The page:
This weekend, campsites will dot the Yadkin River with firelight, and old-time and bluegrass music will echo across Happy Valley.
The 10th annual Historic Happy Valley Old-Time Fiddlers’ Convention starts Friday evening and runs through Sunday, expected to bring thousands to the field of the convention site to celebrate the heritage and culture of old-time and bluegrass music.
D.J. Svoboda will not look you in the eye. He will not reach out to shake your hand when you meet him. He speaks in an upbeat tone similar to that of a young child. However, Svoboda is 31 years old.
Historic properties in Lenoir like the Center Theater and the old Blue Bell factory on College Avenue may be facing tougher paths to rehabilitation, as special tax credits that help property owners are set to expire at the end of the year.
If the state’s Historic Rehabilitation Tax Credits are allowed to expire at the end of this year as planned, it could put a damper on the development of historic buildings all over North Carolina, including Lenoir and Caldwell County.
Boys ran alongside a blue toy racetrack set up in the back of a classroom at Caldwell Community College and Technical Institute, cheering and whooping boisterously as their homemade wooden cars barreled down the track.
Chloe Triplett, 8, skipped across the theater stage to a table set with three white bowls. Following Christopher Marsh’s narration, Chloe pantomimed eating porridge out of the bowls. Then, she tried to sit in each of three chairs before trying out three beds and declaring the smallest one “just right.”
On Aug. 13, 1940, it was raining in Caldwell County, and had been for about a week.
About 5 p.m., the Johns and Yadkin rivers jumped their banks -- by a wide margin -- and widespread flooding nearly washed away entire communities, sending houses floating downriver and washing out 90 percent of the county’s bridges.
Ethan Shuford, James Coffey, Bryan Annas, Samantha Byrd and Ken Dixon made a solar-powered oven out of a Little Caesar’s pizza box and a sour-cream-and-onion Pringles can, then used it to heat s’mores and hot dogs.
When searching for a new home, a new place in which to retire, Ken Carpenter decided it was time to come back to a place where he spent part of his childhood.
“I was searching in three areas to retire in,” Carpenter said. “For me, I was interested in coming back to the Appalachian Mountains.”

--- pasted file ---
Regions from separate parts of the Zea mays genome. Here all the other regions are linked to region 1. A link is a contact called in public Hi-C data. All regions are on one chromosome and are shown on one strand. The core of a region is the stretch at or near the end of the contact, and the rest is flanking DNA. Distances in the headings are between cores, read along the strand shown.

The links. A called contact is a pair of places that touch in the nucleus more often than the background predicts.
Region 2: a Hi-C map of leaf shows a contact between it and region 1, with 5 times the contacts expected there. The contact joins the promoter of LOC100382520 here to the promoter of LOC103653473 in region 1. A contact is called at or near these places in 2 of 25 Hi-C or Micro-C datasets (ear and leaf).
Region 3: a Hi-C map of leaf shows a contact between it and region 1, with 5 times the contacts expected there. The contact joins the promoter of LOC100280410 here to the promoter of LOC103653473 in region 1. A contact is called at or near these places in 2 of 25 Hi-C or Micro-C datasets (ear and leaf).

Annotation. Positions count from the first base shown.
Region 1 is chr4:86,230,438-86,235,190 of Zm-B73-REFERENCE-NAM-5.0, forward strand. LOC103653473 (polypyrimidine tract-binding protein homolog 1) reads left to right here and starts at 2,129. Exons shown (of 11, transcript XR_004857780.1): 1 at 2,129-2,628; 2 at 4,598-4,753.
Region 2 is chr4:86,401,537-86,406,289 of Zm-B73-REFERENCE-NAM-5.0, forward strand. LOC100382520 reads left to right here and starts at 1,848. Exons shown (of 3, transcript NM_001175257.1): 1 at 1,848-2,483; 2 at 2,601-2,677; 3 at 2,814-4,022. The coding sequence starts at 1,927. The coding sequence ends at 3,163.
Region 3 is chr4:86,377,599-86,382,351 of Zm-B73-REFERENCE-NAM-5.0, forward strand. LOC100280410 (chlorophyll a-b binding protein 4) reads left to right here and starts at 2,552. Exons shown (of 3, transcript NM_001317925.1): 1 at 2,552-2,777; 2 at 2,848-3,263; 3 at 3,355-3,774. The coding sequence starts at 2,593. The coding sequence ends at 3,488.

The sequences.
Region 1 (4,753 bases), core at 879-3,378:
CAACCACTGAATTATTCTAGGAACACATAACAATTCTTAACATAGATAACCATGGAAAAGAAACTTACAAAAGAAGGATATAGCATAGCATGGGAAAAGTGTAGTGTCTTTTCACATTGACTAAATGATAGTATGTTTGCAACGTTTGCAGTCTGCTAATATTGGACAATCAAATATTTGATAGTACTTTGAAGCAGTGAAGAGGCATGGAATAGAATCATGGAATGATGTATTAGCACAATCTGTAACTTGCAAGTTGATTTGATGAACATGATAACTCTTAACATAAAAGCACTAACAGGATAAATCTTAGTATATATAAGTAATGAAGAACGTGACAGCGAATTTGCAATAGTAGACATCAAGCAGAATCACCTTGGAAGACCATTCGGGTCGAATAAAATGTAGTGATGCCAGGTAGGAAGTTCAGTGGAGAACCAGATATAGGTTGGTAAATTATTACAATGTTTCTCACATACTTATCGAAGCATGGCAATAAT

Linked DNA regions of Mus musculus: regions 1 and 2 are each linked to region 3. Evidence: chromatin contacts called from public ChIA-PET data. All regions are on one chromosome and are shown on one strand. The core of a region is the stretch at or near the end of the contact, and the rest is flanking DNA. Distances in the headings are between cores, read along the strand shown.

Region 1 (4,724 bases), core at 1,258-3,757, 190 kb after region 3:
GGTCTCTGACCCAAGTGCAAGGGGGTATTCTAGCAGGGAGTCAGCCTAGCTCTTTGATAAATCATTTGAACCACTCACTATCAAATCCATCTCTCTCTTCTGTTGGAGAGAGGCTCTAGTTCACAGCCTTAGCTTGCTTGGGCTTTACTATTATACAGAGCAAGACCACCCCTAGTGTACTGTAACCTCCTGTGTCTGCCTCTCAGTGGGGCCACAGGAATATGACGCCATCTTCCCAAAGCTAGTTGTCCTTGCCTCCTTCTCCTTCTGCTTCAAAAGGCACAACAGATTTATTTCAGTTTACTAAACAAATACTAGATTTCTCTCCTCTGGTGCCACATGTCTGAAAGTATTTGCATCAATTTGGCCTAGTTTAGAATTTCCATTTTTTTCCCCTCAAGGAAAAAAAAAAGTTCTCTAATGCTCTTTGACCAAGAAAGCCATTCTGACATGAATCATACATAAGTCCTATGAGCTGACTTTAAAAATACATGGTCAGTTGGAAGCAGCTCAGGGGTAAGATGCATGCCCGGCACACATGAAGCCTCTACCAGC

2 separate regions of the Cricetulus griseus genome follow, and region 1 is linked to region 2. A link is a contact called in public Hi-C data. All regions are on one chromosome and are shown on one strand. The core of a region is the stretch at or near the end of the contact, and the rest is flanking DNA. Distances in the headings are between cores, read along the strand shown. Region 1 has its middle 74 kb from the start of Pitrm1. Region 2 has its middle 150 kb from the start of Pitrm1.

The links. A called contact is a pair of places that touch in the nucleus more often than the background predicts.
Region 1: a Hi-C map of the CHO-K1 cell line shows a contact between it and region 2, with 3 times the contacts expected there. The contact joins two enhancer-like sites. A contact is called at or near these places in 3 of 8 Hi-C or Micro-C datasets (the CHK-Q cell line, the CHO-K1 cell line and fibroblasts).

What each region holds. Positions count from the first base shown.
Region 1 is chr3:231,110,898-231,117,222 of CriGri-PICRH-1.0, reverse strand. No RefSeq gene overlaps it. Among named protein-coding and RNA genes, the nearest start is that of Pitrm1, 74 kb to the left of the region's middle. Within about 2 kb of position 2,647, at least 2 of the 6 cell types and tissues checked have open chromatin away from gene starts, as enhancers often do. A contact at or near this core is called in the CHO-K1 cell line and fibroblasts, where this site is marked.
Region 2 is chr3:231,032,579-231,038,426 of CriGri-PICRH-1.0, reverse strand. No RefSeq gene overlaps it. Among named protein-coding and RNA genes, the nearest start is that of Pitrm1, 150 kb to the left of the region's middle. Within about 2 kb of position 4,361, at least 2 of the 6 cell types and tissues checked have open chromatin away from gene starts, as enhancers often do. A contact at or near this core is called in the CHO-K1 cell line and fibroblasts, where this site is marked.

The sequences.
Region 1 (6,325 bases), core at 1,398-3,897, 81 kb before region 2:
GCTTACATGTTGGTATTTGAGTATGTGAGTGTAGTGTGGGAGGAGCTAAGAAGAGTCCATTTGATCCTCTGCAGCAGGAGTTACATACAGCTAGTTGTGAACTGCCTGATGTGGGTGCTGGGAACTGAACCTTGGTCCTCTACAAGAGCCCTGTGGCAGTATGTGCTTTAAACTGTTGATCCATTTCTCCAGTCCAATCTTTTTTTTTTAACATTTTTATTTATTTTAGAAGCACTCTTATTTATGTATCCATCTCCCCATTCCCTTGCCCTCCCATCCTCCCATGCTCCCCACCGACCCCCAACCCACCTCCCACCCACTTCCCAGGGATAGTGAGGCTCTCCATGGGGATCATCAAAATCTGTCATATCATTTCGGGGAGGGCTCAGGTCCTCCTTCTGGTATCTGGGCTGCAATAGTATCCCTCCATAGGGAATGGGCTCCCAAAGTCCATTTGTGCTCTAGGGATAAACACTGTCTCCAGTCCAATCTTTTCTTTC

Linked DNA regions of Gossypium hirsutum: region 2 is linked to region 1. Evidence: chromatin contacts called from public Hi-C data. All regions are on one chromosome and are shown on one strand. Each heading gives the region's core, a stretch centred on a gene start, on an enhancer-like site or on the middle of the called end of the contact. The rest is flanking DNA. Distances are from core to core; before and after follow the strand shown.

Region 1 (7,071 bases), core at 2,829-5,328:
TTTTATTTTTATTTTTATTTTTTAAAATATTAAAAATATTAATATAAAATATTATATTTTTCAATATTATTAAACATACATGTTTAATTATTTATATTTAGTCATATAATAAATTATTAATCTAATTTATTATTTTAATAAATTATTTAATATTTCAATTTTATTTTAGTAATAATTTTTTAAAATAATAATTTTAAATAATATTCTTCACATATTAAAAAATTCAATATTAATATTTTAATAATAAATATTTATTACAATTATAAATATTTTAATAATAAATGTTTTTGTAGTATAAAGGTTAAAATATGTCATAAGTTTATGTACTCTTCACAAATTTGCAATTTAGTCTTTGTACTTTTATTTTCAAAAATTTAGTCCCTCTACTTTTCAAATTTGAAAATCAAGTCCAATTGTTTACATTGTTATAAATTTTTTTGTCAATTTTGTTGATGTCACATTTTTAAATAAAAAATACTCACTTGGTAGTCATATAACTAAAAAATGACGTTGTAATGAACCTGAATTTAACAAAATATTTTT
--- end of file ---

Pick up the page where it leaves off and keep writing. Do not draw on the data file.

Anslie Norris, 9, slid a knife across the measuring cup of flour to make sure her measurements were perfect. Her fellow baker, McKenna Lowe, 10, poured water into cup. From the water and the different jars of ingredients before them, by the end of the day they hoped to have a pizza to devour.
Ten-year-old Michael Hawkins pummeled a piece of gray clay until it bended to his will. The clay molded into a curve under his fingers. On the rainy Friday, the activity was the perfect way for Michael to release his creative energy.
Michael joined several kids of elementary-school age at Caldwell Community College and Technical Institute for Art Expo camp from Monday to Friday last week.
West Caldwell High School student Hunter Lambert balanced on a thin rope nearly 25 feet in the air. He had a harness strapped around his waist connected to another rope as he wobbled along. Reaching a platform, Hunter still had another rope to tip-toe across. Down below, other students shouted encouragement.
All of them were Junior ROTC students -- a total of 20 from West Caldwell and South Caldwell high schools were among about 100 from the region who spent the past week at Camp Bud Schiele in Rutherfordton as part of Basic Leadership Training.
In the final two years of his life, Norman Williams could be seen zooming down sidewalks and main highways on his way to work at Mackie Funeral Home on Duke Street in Granite Falls in his motorized wheelchair, decked out in stickers, reflectors and flags.
Funeral director Cordell Austin said, “We all thought he would be killed in the wheelchair (by it) turning over and find him in the road somewhere.” He shook his head, laughing.
Ten children strapped on life jackets and pulled on water shoes Wednesday morning before jumping into green canoes for a ride down the Yadkin River. Under the cloudy sky, the weather was chilly, but the excitement was warming.